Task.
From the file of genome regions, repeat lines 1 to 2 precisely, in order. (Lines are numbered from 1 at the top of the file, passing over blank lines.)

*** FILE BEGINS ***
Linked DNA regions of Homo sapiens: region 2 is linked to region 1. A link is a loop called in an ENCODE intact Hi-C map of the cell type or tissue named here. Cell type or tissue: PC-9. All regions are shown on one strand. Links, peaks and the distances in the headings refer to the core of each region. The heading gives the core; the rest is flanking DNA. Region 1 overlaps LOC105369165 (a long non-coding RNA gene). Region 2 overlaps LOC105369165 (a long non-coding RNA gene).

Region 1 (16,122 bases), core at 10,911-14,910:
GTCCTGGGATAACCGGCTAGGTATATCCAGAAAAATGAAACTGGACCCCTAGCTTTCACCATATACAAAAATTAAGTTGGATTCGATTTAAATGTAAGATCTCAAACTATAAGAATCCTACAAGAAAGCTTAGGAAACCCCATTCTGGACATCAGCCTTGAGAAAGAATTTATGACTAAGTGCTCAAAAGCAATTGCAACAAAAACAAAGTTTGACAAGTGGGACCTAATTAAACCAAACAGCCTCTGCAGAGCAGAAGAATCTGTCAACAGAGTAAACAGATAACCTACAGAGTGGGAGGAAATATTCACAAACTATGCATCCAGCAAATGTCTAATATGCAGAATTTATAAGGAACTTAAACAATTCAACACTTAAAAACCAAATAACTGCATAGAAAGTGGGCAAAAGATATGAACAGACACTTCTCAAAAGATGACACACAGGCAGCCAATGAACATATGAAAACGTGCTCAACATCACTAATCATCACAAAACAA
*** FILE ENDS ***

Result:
Linked DNA regions of Homo sapiens: region 2 is linked to region 1. A link is a loop called in an ENCODE intact Hi-C map of the cell type or tissue named here. Cell type or tissue: PC-9. All regions are shown on one strand. Links, peaks and the distances in the headings refer to the core of each region. The heading gives the core; the rest is flanking DNA. Region 1 overlaps LOC105369165 (a long non-coding RNA gene). Region 2 overlaps LOC105369165 (a long non-coding RNA gene).

Region 1 (16,122 bases), core at 10,911-14,910: